About Camp Harbor View:Camp Harbor View works with 1,000+ young Bostonians and their families each year offering a one-of-a-kind summer camp for kids in grades 6-8, year-round leadership development for teens in grades 9-12, and comprehensive family services, including college and career planning, scholarships, clinical support, and food access — all at no cost to families.
About UpTogether:UpTogether is a community, a movement, and a platform that highlights, accelerates, and invests in the initiative people in financially under-resourced communities are taking to improve their lives and move up, together. Using compelling data and personal success stories to transform stereotypes, beliefs, and policies, UpTogether champions the effort to boost long-term economic mobility in communities that have been under-served for far too long.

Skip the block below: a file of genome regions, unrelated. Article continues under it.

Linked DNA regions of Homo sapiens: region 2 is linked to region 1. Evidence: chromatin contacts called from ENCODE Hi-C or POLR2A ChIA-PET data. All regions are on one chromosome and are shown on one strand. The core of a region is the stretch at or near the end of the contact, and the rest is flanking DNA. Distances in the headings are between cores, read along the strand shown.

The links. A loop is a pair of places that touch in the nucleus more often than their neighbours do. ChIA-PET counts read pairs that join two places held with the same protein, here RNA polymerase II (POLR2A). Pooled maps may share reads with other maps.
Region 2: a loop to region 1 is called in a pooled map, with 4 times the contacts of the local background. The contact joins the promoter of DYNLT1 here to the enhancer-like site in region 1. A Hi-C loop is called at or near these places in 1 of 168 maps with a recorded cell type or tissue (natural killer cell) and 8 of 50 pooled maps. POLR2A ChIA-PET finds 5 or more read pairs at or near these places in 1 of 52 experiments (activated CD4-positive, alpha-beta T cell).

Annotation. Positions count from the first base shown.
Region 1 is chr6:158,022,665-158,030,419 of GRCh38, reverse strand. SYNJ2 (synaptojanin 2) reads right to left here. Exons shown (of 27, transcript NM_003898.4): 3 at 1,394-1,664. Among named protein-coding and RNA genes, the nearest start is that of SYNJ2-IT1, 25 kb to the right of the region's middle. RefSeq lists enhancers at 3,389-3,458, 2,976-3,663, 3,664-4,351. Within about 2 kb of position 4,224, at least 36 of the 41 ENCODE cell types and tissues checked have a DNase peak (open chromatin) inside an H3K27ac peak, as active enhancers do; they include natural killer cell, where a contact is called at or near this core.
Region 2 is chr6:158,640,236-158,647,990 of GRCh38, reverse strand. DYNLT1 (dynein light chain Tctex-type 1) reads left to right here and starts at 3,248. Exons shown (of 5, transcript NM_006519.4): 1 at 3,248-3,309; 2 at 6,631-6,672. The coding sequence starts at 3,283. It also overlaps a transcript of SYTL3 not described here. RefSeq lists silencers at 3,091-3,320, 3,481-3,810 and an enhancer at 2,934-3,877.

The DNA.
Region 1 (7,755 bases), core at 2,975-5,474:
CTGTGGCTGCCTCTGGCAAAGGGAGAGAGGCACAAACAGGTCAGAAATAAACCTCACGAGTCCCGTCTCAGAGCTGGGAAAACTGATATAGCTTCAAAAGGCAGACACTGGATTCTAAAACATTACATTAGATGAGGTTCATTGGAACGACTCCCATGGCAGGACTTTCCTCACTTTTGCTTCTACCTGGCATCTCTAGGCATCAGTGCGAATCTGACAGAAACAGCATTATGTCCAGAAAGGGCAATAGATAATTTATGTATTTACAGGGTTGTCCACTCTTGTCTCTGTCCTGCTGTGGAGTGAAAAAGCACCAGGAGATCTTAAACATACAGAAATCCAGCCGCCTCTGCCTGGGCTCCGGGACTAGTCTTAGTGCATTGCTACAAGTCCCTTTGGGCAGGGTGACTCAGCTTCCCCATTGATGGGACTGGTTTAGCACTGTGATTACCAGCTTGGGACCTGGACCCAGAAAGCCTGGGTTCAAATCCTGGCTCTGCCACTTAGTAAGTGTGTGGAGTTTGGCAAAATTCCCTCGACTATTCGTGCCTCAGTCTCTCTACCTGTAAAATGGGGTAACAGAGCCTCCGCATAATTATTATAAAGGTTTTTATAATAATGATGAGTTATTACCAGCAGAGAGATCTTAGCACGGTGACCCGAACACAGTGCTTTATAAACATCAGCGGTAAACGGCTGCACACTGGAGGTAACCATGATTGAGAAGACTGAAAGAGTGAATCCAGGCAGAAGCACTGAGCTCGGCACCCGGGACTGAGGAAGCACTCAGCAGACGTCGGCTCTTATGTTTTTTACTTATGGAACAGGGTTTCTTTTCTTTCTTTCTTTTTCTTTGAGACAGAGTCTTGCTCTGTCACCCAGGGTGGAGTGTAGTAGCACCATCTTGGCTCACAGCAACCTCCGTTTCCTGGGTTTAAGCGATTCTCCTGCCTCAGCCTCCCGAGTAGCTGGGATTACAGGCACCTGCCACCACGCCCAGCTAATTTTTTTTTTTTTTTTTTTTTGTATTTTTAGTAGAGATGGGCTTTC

Camp Harbor View and our friends at EverybodyFights gyms have an exciting invite for you. We’re launching Fit February — a month-long leaderboard challenge to benefit Camp Harbor View.
Here’s how it’ll work:
Donate $50 or more to support our work (or pay what you can, we want everybody in this with us!)
You’ll get an invite from us to select your home gym (the EverybodyFights gym in Seaport or FiDi)
You’ll be automatically added to the Fit February Leaderboard and eligible to win some big prizes just for working out, including roundtrip tickets anywhere JetBlue flies!